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Photo gallery Connection, reflection and celebration mark this year’s Latinx Heritage Month

October 17, 2023

From food, to music, to fashion Latinx culture runs deep. Over the past month, the Latinx Heritage Month Planning Committee and other Latinx students, staff and organizations shared their heritage with campus. Through this year’s Latinx Heritage Month theme, “Transplanting Traditions,” all were invited to learn about and reflect on the connected yet distinct Latinx customs and traditions that have been transplanted across many generations and multiple spaces, finding their way to the University of Wisconsin–Madison.

Latinx Heritage Month is recognized each year from Sept. 15 to Oct. 15. The LHMPC, together with the Latinx Cultural Center, lead the events for the month in partnership with Latinx student groups and Chican@ & Latin@ Studies. 

A group of students dance and walk up Bascom Hill carrying flags from Latin American countries.

Latinx Heritage Month kicked off on Sept. 15, 2023, with the annual March Up Bascom event. Members of the UW–Madison Latinx community, which included students and staff, gathered at the bottom of the hill before marching up to Bascom Hall while playing music and carrying flags from Latin American and Caribbean countries. Photo by: Bryce Richter

A man plays games with others.

At the top of the hill, they enjoyed conversation, games and paletas, creamy frozen treats made from fresh fruit. The event was planned by the Chican@ & Latin@ Studies department and ChiLaCSA — the student government of CLS — with the help of the Latinx Heritage Month Planning Committee. Here, student Mark Dorado Zapata (center) was the overall winner of an all-encompassing game of Rock Paper Scissors. Photo by: Bryce Richter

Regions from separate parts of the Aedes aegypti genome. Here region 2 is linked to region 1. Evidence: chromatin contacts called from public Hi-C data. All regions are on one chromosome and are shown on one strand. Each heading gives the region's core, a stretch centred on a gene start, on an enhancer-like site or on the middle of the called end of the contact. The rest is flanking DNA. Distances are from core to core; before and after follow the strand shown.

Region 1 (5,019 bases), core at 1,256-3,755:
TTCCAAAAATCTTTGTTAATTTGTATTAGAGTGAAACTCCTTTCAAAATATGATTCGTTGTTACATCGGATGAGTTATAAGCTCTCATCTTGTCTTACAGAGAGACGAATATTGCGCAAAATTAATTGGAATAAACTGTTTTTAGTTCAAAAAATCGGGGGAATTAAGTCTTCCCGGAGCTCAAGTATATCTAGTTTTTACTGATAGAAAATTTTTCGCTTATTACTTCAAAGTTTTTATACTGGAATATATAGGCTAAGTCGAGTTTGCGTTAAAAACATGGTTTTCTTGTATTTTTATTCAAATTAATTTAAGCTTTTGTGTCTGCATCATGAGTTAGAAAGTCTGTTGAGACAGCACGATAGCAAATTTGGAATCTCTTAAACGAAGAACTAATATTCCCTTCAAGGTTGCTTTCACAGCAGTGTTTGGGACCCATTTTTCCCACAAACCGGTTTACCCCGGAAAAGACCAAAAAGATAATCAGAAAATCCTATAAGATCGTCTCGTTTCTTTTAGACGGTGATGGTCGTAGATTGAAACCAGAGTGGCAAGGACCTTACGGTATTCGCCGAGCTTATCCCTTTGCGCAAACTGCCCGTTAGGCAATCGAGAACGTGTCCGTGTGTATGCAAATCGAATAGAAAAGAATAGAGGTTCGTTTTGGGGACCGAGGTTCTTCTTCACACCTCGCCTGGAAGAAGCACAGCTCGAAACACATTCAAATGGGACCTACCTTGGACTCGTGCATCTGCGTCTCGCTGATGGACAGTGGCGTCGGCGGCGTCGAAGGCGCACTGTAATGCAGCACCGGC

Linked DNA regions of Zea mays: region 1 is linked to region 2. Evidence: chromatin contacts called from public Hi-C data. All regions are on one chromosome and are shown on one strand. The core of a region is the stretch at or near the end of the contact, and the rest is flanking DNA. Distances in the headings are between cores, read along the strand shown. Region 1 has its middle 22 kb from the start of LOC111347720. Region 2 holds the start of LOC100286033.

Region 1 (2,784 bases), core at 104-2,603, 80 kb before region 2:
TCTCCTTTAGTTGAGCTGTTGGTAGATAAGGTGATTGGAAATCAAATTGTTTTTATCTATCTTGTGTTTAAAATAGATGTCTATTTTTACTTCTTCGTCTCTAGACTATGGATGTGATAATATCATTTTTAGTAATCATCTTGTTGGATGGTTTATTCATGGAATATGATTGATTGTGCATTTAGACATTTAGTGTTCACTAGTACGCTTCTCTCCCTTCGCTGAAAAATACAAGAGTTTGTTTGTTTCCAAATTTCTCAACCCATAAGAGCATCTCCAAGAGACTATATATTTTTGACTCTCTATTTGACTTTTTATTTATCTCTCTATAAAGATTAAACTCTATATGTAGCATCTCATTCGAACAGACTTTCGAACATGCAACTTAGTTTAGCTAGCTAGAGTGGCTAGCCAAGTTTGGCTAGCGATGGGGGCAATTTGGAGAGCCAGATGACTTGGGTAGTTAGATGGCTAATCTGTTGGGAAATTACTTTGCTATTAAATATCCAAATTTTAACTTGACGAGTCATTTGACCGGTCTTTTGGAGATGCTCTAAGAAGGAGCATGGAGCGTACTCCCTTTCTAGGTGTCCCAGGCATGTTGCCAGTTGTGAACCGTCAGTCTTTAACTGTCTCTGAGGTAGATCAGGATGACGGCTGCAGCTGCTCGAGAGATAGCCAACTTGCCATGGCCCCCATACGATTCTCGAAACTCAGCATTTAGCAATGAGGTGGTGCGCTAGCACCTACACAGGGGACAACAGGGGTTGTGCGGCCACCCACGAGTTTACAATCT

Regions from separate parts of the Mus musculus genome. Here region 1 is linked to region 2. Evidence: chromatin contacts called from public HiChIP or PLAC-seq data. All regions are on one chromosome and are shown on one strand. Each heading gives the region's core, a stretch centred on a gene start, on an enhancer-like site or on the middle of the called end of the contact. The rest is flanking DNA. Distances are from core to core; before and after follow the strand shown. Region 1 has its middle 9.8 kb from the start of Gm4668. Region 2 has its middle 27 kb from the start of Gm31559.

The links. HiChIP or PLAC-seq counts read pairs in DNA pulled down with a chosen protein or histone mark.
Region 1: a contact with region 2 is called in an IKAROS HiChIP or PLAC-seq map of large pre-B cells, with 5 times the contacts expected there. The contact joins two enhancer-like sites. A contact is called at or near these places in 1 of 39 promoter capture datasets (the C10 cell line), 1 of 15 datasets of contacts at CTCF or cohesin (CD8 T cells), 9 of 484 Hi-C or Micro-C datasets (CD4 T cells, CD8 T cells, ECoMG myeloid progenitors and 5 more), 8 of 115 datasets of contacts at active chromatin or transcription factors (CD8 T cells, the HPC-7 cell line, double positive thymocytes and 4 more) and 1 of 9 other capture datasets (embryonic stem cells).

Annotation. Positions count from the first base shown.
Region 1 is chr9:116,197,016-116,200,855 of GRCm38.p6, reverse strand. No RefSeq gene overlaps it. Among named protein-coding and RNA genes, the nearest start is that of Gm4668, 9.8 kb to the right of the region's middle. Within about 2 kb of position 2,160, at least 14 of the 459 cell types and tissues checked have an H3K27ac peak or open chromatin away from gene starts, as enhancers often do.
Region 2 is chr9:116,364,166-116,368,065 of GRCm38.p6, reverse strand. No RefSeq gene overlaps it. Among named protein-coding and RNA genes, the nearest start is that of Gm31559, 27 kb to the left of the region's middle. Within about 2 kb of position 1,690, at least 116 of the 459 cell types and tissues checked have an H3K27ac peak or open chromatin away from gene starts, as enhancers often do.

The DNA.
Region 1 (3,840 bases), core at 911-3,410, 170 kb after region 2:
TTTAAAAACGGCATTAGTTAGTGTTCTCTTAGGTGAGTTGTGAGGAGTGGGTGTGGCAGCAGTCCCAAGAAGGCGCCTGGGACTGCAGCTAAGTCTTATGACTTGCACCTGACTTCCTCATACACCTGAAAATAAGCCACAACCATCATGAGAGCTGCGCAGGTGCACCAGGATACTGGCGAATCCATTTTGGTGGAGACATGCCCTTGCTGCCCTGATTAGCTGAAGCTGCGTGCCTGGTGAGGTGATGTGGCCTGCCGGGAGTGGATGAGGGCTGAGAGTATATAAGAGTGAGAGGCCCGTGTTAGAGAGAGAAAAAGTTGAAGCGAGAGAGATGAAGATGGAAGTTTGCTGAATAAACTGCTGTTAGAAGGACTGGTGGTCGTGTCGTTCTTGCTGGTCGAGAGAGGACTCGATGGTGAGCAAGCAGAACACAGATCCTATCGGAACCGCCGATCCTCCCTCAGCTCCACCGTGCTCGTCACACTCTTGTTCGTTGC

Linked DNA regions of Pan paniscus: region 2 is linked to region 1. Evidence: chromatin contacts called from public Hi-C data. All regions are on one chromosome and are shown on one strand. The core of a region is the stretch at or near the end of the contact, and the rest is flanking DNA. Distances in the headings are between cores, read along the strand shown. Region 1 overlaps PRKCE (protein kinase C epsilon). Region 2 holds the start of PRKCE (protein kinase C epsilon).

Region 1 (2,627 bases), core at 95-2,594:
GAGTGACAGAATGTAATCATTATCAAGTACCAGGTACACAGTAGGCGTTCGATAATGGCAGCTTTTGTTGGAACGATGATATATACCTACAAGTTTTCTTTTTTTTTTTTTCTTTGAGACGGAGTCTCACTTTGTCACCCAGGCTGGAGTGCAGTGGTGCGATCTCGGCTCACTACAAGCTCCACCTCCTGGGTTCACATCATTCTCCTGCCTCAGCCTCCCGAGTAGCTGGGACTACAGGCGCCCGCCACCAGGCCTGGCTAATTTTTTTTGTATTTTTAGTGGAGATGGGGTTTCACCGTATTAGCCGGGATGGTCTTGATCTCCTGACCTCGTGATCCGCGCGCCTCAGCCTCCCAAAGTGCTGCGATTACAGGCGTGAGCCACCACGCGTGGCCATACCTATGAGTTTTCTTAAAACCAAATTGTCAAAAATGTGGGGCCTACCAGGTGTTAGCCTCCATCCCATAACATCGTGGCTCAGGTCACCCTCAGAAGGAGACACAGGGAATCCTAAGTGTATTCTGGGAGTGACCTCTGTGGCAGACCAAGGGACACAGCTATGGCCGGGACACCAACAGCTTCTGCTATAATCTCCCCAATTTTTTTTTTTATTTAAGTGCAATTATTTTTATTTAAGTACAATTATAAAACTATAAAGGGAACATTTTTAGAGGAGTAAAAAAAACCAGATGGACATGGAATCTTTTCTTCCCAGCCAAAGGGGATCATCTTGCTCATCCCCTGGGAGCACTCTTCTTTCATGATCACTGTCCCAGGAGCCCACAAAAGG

A woman stands in front of an art gallery looking at the art collection hanging on the wall.

On Sept. 25, Spreading Our Wings showcased the work of Latinx artists in a combined gallery night and celebration of the new CLS major. The evening showcased a range of Latinx-identifying artists who work with a variety of media. Here, an attendee takes in the artwork on display. The event included a gallery talk by CLS Director Rubén Medina, as well as information on the new major. Photo by: UW–Madison Student Affairs

Two people stand at a table and write messages on paper butterflies.

The event also included a pop-up activity called "A Monarch’s Journey." Attendees were invited to reflect on the theme “Transplanting Traditions” by decorating a butterfly. Each butterfly will be part of a collaborative piece of art that represents the journey of Latinx students at UW–Madison. Here, Latina community artist Jessica Gutiérrez, whose work was featured in the show, and Carlos Perez each decorate a butterfly. According to the Latinx Cultural Center, the butterfly is a symbolic creature across many Latinx cultures. References to butterflies can be found in art dating back to ancient Mesoamerica and indigenous Guatemalan textile designs. In recent years, the butterfly has become a symbol of political and social movements in countries like Puerto Rico and the United States. Photo by: UW–Madison Student Affairs